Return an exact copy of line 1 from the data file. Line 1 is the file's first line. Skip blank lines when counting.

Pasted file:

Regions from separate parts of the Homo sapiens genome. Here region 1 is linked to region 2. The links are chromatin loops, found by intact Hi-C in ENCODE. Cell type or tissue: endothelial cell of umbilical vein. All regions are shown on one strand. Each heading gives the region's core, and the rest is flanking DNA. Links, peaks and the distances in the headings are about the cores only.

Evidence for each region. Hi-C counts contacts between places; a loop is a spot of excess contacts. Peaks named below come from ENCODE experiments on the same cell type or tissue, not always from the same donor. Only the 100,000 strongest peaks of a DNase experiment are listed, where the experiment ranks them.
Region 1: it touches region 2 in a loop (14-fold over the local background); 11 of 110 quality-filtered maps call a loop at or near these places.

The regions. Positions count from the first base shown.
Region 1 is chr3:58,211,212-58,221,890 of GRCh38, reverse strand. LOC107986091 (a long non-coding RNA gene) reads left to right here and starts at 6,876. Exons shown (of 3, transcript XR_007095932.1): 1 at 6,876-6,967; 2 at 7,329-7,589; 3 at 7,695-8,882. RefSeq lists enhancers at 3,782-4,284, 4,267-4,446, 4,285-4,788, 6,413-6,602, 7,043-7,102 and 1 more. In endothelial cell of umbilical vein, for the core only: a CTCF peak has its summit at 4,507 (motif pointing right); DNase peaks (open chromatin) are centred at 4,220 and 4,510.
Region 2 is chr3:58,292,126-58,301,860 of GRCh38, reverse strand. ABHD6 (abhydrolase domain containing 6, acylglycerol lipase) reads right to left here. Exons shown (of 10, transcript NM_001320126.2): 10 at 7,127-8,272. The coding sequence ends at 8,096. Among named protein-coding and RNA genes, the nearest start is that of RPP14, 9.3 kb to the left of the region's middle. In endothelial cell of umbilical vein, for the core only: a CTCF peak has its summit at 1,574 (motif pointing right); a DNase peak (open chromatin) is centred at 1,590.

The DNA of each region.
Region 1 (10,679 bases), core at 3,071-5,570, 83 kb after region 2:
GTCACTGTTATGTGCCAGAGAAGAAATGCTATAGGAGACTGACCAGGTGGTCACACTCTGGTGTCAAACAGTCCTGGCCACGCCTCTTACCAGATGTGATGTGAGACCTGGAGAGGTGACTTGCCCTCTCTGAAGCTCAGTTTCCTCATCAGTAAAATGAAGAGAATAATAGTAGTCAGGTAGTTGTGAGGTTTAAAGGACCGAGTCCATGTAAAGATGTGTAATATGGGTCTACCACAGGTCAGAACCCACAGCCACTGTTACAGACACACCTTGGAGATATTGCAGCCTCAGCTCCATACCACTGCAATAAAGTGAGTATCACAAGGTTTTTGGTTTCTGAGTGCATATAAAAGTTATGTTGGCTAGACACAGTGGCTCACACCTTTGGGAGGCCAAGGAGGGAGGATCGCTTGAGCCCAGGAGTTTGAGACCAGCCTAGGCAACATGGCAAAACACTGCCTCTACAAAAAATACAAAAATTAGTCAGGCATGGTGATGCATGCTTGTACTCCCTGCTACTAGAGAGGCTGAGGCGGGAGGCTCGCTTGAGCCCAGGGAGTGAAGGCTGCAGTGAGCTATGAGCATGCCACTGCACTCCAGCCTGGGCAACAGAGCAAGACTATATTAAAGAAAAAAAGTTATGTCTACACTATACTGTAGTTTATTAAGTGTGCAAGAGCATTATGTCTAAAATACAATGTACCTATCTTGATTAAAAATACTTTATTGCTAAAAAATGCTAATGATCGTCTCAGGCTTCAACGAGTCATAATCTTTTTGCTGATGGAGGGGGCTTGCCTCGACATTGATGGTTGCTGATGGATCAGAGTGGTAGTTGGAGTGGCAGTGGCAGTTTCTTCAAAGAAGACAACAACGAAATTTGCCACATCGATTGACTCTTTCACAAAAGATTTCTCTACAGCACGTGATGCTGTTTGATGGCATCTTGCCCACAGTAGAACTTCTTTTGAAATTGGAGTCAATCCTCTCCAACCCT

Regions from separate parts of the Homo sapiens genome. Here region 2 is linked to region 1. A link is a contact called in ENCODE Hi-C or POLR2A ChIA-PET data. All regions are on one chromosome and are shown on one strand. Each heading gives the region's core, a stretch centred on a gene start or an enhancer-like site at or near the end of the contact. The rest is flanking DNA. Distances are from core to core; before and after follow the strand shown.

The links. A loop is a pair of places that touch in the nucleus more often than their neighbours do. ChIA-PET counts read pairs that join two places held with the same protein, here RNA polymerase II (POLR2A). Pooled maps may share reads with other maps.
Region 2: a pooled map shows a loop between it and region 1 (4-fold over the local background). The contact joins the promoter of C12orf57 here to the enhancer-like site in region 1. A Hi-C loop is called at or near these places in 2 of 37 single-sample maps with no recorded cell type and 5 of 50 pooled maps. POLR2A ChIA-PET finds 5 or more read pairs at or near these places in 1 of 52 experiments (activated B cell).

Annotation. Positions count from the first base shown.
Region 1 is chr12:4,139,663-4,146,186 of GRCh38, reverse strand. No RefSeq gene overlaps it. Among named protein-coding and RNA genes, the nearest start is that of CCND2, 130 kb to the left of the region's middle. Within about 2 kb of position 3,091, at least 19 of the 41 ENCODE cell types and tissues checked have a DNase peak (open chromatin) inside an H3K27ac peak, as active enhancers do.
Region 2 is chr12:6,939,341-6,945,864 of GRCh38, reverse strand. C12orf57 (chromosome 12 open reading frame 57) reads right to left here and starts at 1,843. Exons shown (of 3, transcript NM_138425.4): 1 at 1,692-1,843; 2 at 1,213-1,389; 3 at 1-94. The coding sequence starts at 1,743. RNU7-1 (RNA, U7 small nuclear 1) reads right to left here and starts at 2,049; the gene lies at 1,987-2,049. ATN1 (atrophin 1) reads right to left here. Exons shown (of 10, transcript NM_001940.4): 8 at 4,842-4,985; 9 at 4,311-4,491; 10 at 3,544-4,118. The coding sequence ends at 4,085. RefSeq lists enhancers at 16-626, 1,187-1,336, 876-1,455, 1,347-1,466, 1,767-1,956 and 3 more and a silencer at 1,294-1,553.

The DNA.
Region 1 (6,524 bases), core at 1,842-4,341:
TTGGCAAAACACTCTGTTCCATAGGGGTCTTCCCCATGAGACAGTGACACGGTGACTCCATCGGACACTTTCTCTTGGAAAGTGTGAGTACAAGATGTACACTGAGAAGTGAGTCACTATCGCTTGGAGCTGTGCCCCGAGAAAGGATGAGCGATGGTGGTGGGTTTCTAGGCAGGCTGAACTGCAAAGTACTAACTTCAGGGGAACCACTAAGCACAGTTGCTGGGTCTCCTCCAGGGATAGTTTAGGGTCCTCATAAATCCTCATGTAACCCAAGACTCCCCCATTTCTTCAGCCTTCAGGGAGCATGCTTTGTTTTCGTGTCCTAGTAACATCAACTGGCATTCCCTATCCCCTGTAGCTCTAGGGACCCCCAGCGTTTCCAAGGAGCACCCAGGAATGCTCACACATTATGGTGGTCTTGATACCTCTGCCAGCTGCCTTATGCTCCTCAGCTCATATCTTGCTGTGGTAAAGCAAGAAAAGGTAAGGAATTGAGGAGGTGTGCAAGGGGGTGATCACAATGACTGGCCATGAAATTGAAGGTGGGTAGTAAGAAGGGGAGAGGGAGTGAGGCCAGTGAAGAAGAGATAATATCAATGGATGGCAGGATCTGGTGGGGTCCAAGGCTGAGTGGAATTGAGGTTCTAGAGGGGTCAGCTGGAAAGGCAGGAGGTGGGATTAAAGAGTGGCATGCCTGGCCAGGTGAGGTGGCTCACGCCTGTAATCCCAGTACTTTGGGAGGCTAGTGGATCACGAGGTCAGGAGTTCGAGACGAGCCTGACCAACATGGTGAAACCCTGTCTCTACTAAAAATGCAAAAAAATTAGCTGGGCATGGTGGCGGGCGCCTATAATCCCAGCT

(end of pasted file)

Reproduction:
Regions from separate parts of the Homo sapiens genome. Here region 1 is linked to region 2. The links are chromatin loops, found by intact Hi-C in ENCODE. Cell type or tissue: endothelial cell of umbilical vein. All regions are shown on one strand. Each heading gives the region's core, and the rest is flanking DNA. Links, peaks and the distances in the headings are about the cores only.